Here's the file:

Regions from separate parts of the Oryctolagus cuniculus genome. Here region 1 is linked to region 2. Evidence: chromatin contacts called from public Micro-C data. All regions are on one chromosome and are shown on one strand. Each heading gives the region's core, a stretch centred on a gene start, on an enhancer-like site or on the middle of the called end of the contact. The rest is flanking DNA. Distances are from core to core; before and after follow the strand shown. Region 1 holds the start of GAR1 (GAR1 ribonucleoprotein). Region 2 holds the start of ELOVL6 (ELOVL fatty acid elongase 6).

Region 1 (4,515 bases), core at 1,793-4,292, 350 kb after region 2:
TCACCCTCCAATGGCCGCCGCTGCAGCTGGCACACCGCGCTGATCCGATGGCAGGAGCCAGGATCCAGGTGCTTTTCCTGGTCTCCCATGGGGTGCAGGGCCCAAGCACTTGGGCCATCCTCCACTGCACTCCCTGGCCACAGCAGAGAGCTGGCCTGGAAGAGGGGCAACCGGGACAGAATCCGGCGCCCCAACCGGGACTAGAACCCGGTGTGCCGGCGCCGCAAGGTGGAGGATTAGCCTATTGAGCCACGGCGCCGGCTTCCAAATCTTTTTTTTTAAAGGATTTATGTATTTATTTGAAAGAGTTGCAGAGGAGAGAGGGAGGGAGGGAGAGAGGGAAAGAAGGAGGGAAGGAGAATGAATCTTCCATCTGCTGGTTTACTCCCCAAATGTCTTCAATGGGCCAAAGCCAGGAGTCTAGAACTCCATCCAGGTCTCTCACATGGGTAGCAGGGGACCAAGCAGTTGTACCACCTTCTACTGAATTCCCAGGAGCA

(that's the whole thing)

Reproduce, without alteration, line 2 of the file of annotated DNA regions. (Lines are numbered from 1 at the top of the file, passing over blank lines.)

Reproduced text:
Region 1 (4,515 bases), core at 1,793-4,292, 350 kb after region 2: